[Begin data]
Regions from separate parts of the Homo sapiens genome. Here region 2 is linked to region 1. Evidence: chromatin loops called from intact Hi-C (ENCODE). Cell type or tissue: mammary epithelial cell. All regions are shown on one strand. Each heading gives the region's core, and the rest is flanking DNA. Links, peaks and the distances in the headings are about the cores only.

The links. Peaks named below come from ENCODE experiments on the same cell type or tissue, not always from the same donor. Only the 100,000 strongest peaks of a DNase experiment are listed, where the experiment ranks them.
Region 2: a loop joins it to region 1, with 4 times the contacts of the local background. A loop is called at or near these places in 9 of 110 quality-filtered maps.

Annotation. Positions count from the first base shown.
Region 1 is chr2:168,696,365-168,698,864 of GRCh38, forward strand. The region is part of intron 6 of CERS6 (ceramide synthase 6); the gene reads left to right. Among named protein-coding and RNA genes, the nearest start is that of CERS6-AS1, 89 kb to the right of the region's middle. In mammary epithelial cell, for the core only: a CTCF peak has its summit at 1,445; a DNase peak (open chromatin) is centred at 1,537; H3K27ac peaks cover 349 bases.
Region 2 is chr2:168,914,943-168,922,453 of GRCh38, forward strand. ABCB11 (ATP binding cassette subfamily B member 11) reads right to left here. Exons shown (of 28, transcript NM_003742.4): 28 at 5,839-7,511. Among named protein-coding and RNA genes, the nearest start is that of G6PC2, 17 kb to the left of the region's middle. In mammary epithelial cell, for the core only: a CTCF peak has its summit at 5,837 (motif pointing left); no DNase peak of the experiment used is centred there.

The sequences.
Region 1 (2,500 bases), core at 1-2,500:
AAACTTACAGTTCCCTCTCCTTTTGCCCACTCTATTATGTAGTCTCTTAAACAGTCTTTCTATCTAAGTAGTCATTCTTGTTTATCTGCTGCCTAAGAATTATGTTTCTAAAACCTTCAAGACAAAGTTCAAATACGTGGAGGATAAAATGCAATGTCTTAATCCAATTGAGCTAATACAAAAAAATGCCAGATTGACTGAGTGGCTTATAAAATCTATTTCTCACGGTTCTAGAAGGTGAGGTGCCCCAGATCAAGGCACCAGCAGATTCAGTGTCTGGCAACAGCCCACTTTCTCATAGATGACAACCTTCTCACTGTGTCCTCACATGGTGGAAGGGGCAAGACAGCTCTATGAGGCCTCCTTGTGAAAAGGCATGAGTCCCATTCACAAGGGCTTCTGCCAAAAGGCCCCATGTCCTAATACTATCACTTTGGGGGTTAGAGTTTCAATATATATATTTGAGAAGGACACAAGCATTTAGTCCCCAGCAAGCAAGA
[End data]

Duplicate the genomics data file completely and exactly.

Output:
Regions from separate parts of the Homo sapiens genome. Here region 2 is linked to region 1. Evidence: chromatin loops called from intact Hi-C (ENCODE). Cell type or tissue: mammary epithelial cell. All regions are shown on one strand. Each heading gives the region's core, and the rest is flanking DNA. Links, peaks and the distances in the headings are about the cores only.

The links. Peaks named below come from ENCODE experiments on the same cell type or tissue, not always from the same donor. Only the 100,000 strongest peaks of a DNase experiment are listed, where the experiment ranks them.
Region 2: a loop joins it to region 1, with 4 times the contacts of the local background. A loop is called at or near these places in 9 of 110 quality-filtered maps.

Annotation. Positions count from the first base shown.
Region 1 is chr2:168,696,365-168,698,864 of GRCh38, forward strand. The region is part of intron 6 of CERS6 (ceramide synthase 6); the gene reads left to right. Among named protein-coding and RNA genes, the nearest start is that of CERS6-AS1, 89 kb to the right of the region's middle. In mammary epithelial cell, for the core only: a CTCF peak has its summit at 1,445; a DNase peak (open chromatin) is centred at 1,537; H3K27ac peaks cover 349 bases.
Region 2 is chr2:168,914,943-168,922,453 of GRCh38, forward strand. ABCB11 (ATP binding cassette subfamily B member 11) reads right to left here. Exons shown (of 28, transcript NM_003742.4): 28 at 5,839-7,511. Among named protein-coding and RNA genes, the nearest start is that of G6PC2, 17 kb to the left of the region's middle. In mammary epithelial cell, for the core only: a CTCF peak has its summit at 5,837 (motif pointing left); no DNase peak of the experiment used is centred there.

The sequences.
Region 1 (2,500 bases), core at 1-2,500:
AAACTTACAGTTCCCTCTCCTTTTGCCCACTCTATTATGTAGTCTCTTAAACAGTCTTTCTATCTAAGTAGTCATTCTTGTTTATCTGCTGCCTAAGAATTATGTTTCTAAAACCTTCAAGACAAAGTTCAAATACGTGGAGGATAAAATGCAATGTCTTAATCCAATTGAGCTAATACAAAAAAATGCCAGATTGACTGAGTGGCTTATAAAATCTATTTCTCACGGTTCTAGAAGGTGAGGTGCCCCAGATCAAGGCACCAGCAGATTCAGTGTCTGGCAACAGCCCACTTTCTCATAGATGACAACCTTCTCACTGTGTCCTCACATGGTGGAAGGGGCAAGACAGCTCTATGAGGCCTCCTTGTGAAAAGGCATGAGTCCCATTCACAAGGGCTTCTGCCAAAAGGCCCCATGTCCTAATACTATCACTTTGGGGGTTAGAGTTTCAATATATATATTTGAGAAGGACACAAGCATTTAGTCCCCAGCAAGCAAGA